Density Estimation with FFJORDs

Free-form Jacobian of Reversible Dynamics (FFJORD) is a continuous normalizing flow (CNF) variants proposed in Grathwohl et al., 2018. The core novelty is proposing utilization of stochastic trace estimators to improve scalability of the Jacobian trace computation (\(O(1)\) calls to autograd instead of \(O(D)\)).

import sys ; sys.path.append('../')
import torchdyn; from torchdyn.models import *; from torchdyn.datasets import *

This time, we use a fun dataset: the DiffEqML logo.

data = ToyDataset()
n_samples = 1 << 14
n_gaussians = 7

X, yn = data.generate(n_samples, 'diffeqml', noise=5e-2)
X = (X - X.mean())/X.std()

import matplotlib.pyplot as plt
plt.figure(figsize=(3, 3))
plt.scatter(X[:,0], X[:,1], c='olive', alpha=0.3, s=1)
<matplotlib.collections.PathCollection at 0x22c749bf3c8>
import torch
import as data
device = torch.device("cuda:1" if torch.cuda.is_available() else "cpu")
X_train = torch.Tensor(X).to(device)
train = data.TensorDataset(X_train)
trainloader = data.DataLoader(train, batch_size=1024, shuffle=True)

The FFJORD model

In torchdyn, we decouple CNFs from the Jacobian trace estimators they use. This allows us to easily implement variants without alternations to the original module. Indeed, we can simply define the Hutchinson stochastic estimator separately as follows

def hutch_trace(x_out, x_in, noise=None, **kwargs):
    """Hutchinson's trace Jacobian estimator, O(1) call to autograd"""
    jvp = torch.autograd.grad(x_out, x_in, noise, create_graph=True)[0]
    trJ = torch.einsum('bi,bi->b', jvp, noise)
    return trJ

And then instantiate a CNF as before.

f = nn.Sequential(
        nn.Linear(2, 64),
        nn.Linear(64, 64),
        nn.Linear(64, 64),
        nn.Linear(64, 2),

from torch.distributions import MultivariateNormal, Uniform, TransformedDistribution, SigmoidTransform, Categorical
prior = MultivariateNormal(torch.zeros(2).to(device), torch.eye(2).to(device))

# stochastic estimators require a definition of a distribution where "noise" vectors are sampled from
noise_dist = MultivariateNormal(torch.zeros(2).to(device), torch.eye(2).to(device))
# cnf wraps the net as with other energy models
cnf = CNF(f, trace_estimator=hutch_trace, noise_dist=noise_dist)
nde = NeuralDE(cnf, solver='dopri5', s_span=torch.linspace(0, 1, 2), sensitivity='adjoint', atol=1e-4, rtol=1e-4)

Augmenter takes care of setting up the additional scalar dimension for the divergence dynamics. The DEFunc wrapper (implicitly defined when passing f to the NeuralDE) will ensure compatibility of depth-concatenation and data-control with the divergence dimension.

Utilizing additional augmented dimensions is also compatible, as only the first will be used for the jacobian trace.

model = nn.Sequential(Augmenter(augment_idx=1, augment_dims=1),

Standard Learner. It is often useful to visualize samples during normalizing flow training, in order to identify issues quickly and stop runs that are not promising. For an example of how to log images using PyTorch Lightning and Wandb, refer to torchdyn’s benchmark notebooks.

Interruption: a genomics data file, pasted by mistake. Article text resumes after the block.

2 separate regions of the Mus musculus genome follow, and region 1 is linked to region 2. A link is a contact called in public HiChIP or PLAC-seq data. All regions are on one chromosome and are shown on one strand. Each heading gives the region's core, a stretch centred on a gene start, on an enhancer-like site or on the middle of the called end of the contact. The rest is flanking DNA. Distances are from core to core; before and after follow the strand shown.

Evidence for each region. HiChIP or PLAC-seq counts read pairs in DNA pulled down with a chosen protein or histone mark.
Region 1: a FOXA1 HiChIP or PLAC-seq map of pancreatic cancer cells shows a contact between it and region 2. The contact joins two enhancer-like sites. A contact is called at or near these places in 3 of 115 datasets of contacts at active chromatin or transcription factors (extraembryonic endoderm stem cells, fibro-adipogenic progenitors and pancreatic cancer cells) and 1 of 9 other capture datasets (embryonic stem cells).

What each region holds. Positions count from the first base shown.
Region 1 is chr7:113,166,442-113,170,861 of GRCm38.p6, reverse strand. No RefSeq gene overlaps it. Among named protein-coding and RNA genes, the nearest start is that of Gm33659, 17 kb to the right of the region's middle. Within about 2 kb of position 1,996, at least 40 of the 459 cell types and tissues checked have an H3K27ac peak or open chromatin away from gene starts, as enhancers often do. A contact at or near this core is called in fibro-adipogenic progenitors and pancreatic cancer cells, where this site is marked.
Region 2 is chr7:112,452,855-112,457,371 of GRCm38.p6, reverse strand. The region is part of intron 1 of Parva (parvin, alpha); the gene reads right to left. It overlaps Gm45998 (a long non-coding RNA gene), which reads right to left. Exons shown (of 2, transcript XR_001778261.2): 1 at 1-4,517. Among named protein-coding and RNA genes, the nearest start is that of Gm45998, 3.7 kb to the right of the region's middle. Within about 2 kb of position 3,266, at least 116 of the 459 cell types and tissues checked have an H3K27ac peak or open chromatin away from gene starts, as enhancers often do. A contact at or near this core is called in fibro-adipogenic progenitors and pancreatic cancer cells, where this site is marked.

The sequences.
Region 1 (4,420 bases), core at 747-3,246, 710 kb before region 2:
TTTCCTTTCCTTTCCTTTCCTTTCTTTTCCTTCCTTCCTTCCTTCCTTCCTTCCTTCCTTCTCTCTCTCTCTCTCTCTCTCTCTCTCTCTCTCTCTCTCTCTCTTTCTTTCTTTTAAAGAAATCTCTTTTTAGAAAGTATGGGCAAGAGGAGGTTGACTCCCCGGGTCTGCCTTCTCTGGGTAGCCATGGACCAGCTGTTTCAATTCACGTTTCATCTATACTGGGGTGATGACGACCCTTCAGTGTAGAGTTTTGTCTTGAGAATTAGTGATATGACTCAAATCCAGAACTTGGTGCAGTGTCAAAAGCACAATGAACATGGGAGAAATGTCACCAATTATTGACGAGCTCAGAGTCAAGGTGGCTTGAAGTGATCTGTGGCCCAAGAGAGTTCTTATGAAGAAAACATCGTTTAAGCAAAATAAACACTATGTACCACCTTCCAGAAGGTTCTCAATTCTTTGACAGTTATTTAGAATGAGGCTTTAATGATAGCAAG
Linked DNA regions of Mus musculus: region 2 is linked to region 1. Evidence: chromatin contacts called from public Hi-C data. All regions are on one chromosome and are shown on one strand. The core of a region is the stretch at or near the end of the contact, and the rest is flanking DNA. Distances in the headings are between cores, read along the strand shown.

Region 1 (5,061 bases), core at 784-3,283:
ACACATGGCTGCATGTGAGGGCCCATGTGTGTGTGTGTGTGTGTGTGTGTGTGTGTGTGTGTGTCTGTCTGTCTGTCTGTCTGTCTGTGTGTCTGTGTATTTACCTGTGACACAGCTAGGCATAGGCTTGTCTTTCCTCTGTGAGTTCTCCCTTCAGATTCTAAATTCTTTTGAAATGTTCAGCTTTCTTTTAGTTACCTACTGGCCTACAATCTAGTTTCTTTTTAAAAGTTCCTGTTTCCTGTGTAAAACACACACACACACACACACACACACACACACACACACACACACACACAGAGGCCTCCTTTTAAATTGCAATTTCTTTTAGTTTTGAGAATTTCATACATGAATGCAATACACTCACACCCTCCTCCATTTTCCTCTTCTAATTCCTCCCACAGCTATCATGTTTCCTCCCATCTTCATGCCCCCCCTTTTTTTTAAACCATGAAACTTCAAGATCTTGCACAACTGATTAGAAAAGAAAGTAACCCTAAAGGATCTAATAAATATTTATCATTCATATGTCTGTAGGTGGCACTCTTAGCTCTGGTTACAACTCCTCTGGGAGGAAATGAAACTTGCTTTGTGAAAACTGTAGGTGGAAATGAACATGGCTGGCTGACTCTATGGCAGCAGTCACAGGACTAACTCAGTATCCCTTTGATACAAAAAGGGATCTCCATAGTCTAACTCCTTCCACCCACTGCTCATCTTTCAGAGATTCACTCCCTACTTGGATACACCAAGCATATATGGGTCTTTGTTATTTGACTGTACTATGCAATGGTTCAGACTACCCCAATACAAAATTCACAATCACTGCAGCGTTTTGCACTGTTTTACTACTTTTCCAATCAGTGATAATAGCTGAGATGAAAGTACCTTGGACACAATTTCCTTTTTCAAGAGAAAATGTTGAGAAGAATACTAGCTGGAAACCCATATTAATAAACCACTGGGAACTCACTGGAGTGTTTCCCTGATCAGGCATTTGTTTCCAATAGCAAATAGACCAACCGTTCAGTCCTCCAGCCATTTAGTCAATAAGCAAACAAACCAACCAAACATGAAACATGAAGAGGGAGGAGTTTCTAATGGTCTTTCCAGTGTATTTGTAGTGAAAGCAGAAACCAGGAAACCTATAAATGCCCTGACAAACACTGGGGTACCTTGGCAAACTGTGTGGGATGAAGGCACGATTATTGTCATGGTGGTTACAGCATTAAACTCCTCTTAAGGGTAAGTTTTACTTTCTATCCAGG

import pytorch_lightning as pl

class Learner(pl.LightningModule):
    def __init__(self, model:nn.Module):
        self.model = model
        self.iters = 0

    def forward(self, x):
        return self.model(x)

    def training_step(self, batch, batch_idx):
        self.iters += 1
        x = batch[0]
        xtrJ = self.model(x)
        logprob = prior.log_prob(xtrJ[:,1:]).to(x) - xtrJ[:,0] # logp(z_S) = logp(z_0) - \int_0^S trJ
        loss = -torch.mean(logprob)
        nde.nfe = 0
        return {'loss': loss}

    def configure_optimizers(self):
        return torch.optim.AdamW(self.model.parameters(), lr=2e-3, weight_decay=1e-5)

    def train_dataloader(self):
        return trainloader
learn = Learner(model)
trainer = pl.Trainer(max_epochs=600);
GPU available: True, used: False
TPU available: False, using: 0 TPU cores

  | Name  | Type       | Params
0 | model | Sequential | 8 K

Visualizing the Samples

Sampling from CNFs is easy: we query the prior latent normal and then pass the samples through the z -> x CNF flow. To reverse the flow, we flip s_span:

sample = prior.sample(torch.Size([1 << 14]))
# integrating from 1 to 0
model[1].s_span = torch.linspace(1, 0, 2)
new_x = model(sample).cpu().detach()

We then plot, samples, flows and density like so:

plt.figure(figsize=(12, 4))
plt.scatter(new_x[:,1], new_x[:,2], s=2.3, alpha=0.2, linewidths=0.1, c='blue', edgecolors='black')
plt.xlim(-2, 2)
plt.ylim(-2, 2)

plt.scatter(X[:,0], X[:,1], s=3.3, alpha=0.2, c='red',  linewidths=0.1, edgecolors='black')
plt.xlim(-2, 2)
plt.ylim(-2, 2)
(-2.0, 2.0)

We plot the flows from prior to data distribution:

traj = model[1].trajectory(Augmenter(1, 1)(, s_span=torch.linspace(1,0,100)).detach().cpu() ; sample = sample.cpu()
traj = traj[:, :, 1:] # scrapping first dimension := jacobian trace
n = 2000
plt.scatter(sample[:n,0], sample[:n,1], s=10, alpha=0.8, c='black')
plt.scatter(traj[:,:n,0], traj[:,:n,1], s=0.2, alpha=0.2, c='olive')
plt.scatter(traj[-1,:n,0], traj[-1,:n,1], s=4, alpha=1, c='blue')
plt.legend(['Prior sample z(S)', 'Flow', 'z(0)'])
<matplotlib.legend.Legend at 0x22c1489ac48>

Following tutorials in this series (WIP) will discuss regularization strategies to speed up CNF training, such as those discussed for example in Finlay et al. 2020.